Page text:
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Milky Way is about half as massive as Andromeda galaxy, say astronomers

An image of the Andromeda galaxy, Messier 31.  Image credit: Adam Evans

An image of the Andromeda galaxy, Messier 31. Image credit: Adam Evans

Dark matter makes up 90% of the matter in both systems, the study finds.

Forest path

View larger. | Photo: T.  Richardsen

View larger. | Photo: T. Richardsen

A misty forest path … Where does it lead? Tommy Richardsen captured this image in Sørkjosen, Troms, Northern Norway.

Constellation Scutum named for a Polish king

After the waxing crescent moon sets at late evening on Wednesday, look for one of summer’s most beautiful celestial sights. Be sure you are looking in a dark country sky, far away from the the glare of city lights. You’ll find a hazy pathway stretched across the sky. This band is the starlit trail of our own Milky Way galaxy. We in the N. Hemisphere look southward in late in the evening – toward the richest part of the Milky Way – to find a very small constellation called Scutum the Shield.

101 geysers on Enceladus, ice moon of Saturn

This view looks across the geyser basin of Saturn's moon Enceladus, along fractures spewing water vapor and ice particles into space. Cassini scientists have pinpointed the source locations of about 100 geysers and gained new insights into what powers them. Image credit: NASA/JPL-Caltech/SSI

This view looks across the geyser basin of Saturn’s moon Enceladus. What you see here are fractures spewing water vapor and ice particles into space. Cassini scientists have now pinpointed some 101 geysers on Enceladus. They believe a large underground ocean is the geysers’ dominant source. Image via NASA/JPL-Caltech/SSI

Using data from NASA’s Cassini spacecraft – which has been orbiting Saturn, weaving among its moons, since 2004 – scientists have now mapped 101 distinct geysers erupting from the surface of Enceladus, an ice world and arguably Saturn’s most fascinating moon. They’ve concluded that the only plausible source for the geysers is an underground sea now known to exist beneath Enceladus’ icy surface.

We’re in the early days of Earth’s sixth great extinction, say biologists

Photo credit: John Spooner/Flickr

Photo credit: John Spooner/Flickr

An international team of scientists cautions that the loss and decline of animals is contributing to what appears to be the early days of the planet’s sixth mass biological extinction event.

Since 1500, more than 320 terrestrial vertebrates have become extinct. Populations of the remaining species show a 25 percent average decline in abundance. The situation is similarly dire for invertebrate animal life.

Mars rover set an off-world driving distance record this week

Image credit:

Image credit:

The chart above provides a comparison of the distances driven by various wheeled vehicles on the surface of Mars and Earth’s moon. On July 27, the Opportunity rover passed 25 miles driven – an off-world driving distance record. Opportunity has gone farther than any other earthly wheeled vehicle on another world. It’s especially remarkable, NASA says, because Opportunity was intended to drive about one kilometer (.6 mile) and was never designed for distance.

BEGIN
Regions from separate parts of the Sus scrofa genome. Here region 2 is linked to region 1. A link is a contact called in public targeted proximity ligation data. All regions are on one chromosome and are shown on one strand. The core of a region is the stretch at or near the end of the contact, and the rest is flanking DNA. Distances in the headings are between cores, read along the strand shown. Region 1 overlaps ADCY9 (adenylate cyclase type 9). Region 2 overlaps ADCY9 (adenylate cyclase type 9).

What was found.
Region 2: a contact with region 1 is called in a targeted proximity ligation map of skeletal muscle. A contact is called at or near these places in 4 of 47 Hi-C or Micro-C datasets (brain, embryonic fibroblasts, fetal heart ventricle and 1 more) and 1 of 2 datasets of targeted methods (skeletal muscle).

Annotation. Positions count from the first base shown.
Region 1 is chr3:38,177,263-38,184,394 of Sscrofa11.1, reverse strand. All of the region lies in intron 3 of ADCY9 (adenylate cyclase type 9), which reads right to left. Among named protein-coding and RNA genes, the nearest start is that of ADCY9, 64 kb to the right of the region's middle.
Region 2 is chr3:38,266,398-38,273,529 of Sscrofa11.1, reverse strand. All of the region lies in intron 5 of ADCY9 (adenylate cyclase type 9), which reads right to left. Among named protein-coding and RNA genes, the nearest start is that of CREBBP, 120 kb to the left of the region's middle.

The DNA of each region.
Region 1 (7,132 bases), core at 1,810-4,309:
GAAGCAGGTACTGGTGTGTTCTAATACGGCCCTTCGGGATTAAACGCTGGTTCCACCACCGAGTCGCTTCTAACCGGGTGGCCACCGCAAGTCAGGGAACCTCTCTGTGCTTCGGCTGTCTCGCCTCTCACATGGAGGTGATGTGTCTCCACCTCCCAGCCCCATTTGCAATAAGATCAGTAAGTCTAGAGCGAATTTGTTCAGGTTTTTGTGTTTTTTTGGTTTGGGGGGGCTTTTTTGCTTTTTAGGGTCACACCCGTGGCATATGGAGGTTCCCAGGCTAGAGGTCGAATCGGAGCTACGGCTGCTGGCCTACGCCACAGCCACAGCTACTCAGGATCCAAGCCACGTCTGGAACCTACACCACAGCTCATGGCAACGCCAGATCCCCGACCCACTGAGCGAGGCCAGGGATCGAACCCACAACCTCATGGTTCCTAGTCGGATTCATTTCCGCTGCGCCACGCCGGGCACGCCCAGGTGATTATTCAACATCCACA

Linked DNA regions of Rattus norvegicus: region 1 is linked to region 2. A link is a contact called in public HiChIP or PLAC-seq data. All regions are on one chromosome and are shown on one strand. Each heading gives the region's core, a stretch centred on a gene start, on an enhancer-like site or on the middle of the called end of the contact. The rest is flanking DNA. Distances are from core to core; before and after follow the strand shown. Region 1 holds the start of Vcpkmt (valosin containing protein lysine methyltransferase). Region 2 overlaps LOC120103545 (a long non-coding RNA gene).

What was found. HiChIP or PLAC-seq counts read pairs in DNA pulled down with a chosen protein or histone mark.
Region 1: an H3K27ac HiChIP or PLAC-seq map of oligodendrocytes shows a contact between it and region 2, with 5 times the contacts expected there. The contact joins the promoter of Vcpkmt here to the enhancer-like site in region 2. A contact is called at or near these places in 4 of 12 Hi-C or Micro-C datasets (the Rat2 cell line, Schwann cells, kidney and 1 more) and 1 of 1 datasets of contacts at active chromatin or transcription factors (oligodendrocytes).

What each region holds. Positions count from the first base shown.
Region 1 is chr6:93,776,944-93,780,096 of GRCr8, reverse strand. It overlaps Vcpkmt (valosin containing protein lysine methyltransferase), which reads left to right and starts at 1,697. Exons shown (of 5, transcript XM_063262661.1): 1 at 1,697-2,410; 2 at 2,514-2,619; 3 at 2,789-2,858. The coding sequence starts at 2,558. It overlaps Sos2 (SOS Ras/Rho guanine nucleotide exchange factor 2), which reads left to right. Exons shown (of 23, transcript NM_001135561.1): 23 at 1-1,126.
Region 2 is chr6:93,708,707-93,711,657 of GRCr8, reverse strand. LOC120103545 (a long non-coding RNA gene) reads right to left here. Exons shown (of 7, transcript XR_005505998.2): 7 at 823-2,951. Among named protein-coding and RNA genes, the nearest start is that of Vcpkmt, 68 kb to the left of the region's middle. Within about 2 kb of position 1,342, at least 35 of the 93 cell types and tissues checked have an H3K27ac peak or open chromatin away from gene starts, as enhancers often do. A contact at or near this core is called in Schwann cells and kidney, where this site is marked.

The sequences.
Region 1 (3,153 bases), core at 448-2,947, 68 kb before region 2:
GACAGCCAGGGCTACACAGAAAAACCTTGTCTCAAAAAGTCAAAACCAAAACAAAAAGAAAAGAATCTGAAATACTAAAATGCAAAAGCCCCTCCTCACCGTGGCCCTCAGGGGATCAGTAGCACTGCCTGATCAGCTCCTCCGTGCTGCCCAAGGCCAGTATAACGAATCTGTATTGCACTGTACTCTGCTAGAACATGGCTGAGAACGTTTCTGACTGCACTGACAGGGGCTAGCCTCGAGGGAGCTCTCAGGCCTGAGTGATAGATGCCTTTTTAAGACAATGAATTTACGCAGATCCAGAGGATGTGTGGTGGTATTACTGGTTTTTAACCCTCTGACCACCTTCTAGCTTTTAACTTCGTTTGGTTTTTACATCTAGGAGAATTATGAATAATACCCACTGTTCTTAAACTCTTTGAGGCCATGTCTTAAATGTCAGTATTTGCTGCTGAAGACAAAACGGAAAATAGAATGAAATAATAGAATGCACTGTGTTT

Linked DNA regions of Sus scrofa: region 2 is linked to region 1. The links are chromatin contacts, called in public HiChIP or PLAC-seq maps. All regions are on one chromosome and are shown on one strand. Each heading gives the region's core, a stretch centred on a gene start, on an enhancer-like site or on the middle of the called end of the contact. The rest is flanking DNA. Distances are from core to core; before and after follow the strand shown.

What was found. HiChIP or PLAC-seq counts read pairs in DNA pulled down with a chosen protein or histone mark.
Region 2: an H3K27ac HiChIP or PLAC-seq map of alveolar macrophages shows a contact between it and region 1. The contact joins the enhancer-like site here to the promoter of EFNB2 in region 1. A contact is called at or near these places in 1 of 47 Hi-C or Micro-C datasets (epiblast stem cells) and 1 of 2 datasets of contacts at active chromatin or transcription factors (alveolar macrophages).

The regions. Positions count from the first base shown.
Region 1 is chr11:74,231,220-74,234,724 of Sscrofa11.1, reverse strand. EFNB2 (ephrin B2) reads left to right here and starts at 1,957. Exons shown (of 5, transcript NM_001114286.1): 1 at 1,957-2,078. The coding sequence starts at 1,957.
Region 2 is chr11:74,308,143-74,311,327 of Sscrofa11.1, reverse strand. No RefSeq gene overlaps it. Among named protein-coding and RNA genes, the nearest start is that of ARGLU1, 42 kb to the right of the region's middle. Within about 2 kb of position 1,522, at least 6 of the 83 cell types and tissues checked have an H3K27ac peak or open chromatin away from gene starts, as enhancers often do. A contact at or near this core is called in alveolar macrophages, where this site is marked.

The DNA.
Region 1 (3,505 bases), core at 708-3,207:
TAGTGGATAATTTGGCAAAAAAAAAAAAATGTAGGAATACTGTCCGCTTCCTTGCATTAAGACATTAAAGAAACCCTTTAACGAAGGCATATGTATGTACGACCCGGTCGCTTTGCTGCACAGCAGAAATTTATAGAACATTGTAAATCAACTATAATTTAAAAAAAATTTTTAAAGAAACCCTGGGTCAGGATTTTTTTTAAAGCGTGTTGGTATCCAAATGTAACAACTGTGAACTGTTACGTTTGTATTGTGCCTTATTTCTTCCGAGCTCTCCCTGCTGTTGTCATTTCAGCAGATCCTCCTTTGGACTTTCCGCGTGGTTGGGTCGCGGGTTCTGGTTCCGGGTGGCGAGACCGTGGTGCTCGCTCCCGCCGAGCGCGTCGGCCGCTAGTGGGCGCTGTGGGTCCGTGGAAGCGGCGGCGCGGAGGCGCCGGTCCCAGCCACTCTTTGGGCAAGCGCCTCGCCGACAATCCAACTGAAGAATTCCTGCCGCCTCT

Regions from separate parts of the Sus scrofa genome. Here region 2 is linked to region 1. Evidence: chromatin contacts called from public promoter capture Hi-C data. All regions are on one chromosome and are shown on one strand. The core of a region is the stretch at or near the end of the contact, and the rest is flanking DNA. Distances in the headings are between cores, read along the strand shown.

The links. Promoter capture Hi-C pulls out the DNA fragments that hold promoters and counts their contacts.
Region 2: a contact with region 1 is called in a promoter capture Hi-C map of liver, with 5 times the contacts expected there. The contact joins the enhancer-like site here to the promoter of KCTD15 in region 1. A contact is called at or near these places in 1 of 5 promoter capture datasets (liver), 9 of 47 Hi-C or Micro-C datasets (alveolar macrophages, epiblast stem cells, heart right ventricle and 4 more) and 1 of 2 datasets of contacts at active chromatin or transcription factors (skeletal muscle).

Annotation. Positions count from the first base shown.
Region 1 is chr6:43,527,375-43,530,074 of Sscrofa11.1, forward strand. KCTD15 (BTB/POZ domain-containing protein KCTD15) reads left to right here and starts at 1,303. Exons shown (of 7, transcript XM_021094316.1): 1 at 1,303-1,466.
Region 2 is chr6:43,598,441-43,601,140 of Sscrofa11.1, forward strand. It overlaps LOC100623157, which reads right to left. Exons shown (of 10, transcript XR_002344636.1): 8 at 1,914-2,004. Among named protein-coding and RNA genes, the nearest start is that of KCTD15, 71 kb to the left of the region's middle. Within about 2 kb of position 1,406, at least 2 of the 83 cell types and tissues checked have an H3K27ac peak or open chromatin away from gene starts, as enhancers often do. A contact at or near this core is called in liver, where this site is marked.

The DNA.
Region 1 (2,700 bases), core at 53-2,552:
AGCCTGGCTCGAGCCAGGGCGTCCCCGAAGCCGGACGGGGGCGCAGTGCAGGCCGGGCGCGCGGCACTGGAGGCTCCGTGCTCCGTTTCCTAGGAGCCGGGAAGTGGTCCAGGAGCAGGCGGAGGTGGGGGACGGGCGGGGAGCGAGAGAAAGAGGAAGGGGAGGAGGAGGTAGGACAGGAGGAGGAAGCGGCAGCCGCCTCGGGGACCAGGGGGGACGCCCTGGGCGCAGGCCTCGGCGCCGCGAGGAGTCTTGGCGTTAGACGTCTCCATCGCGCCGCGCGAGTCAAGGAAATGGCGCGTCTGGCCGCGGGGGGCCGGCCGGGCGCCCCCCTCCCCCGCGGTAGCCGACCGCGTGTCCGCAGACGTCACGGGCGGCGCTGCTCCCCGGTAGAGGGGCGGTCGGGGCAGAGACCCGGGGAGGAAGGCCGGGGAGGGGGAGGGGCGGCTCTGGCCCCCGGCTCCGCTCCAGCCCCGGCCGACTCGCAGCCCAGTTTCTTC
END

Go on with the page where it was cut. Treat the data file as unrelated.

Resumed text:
Star Skat is near radiant for Delta Aquarid meteors

When you stand on a railroad track, you can see the illusion of tracks converging in the distance.  Likewise, the paths of meteors in a single meteor shower appear to converge at a point on the sky's dome.  This is the shower's radiant point.

When you stand on a railroad track, you can see the illusion of tracks converging in the distance. Likewise, the paths of meteors in a single meteor shower appear to converge at a point on the sky’s dome. This is the shower’s radiant point.

How to spot it, plus an explanation of why meteors in annual showers have radiant points.

Super-close views of Mercury

Image via NASA / JHU / APL MESSENGER spacecraft

Close image of Mercury acquired by the MESSENGER spacecraft on June 11, 2014. 69.84 degrees North & 48.47 degrees East. Resolution 2.9 meters. Image via NASA / JHU / APL MESSENGER spacecraft

The image above is one of the highest resolution images ever returned of Mercury. MESSENGER acquired it on June 11, 2014. Last Friday – July 25, 2014 – MESSENGER’s periherm (closest point to Mercury) dropped below 100 kilometers / 62 miles. MESSSENGER is the first manmade object ever to come this close to Mercury.

Young moon and star Regulus low in west after sunset July 29

2014-july-29-regulus-moon-night-sky-chart

As day ebbs into night on July 29, will you spot the young lunar crescent and the star Regulus as they make their fleeting appearance over the western horizon at dusk? From mid-northern North American latitudes, you might catch the elusive couple about 45 to 60 minutes after sunset – if you’re blessed with an unobstructed western horizon and crystal-clear skies. Binoculars may be helpful.

As Comet Siding Spring approaches Mars, NASA gets ready

An illustration of the inner part of the orbit of comet C/2013 A1 Siding Spring.  On October 19, 2014, the comet will have a close pass of the planet Mars.  Its nucleus will miss Mars by about 82,000 miles (132,000 kilometers). The comet's trail of dust particles shed by the nucleus might be wide enough to reach Mars or might also miss it.   Image via NASA/JPL.

An illustration of the inner part of the orbit of comet C/2013 A1 Siding Spring. Image via NASA/JPL.

One of the most anticipated astronomical events of 2014 is the close passage of Comet C/2013 A1 Siding Spring to the planet Mars on October 19, 2014. The comet’s tiny nucleus, or core, will miss Mars by about 82,000 miles (132,000 kilometers). As comets travel through space, though, they leave behind a trail of dust particles, and this trail of debris might be wide enough to reach Mars and encounter its thin atmosphere … or might miss it, too. Follow the links inside to learn more.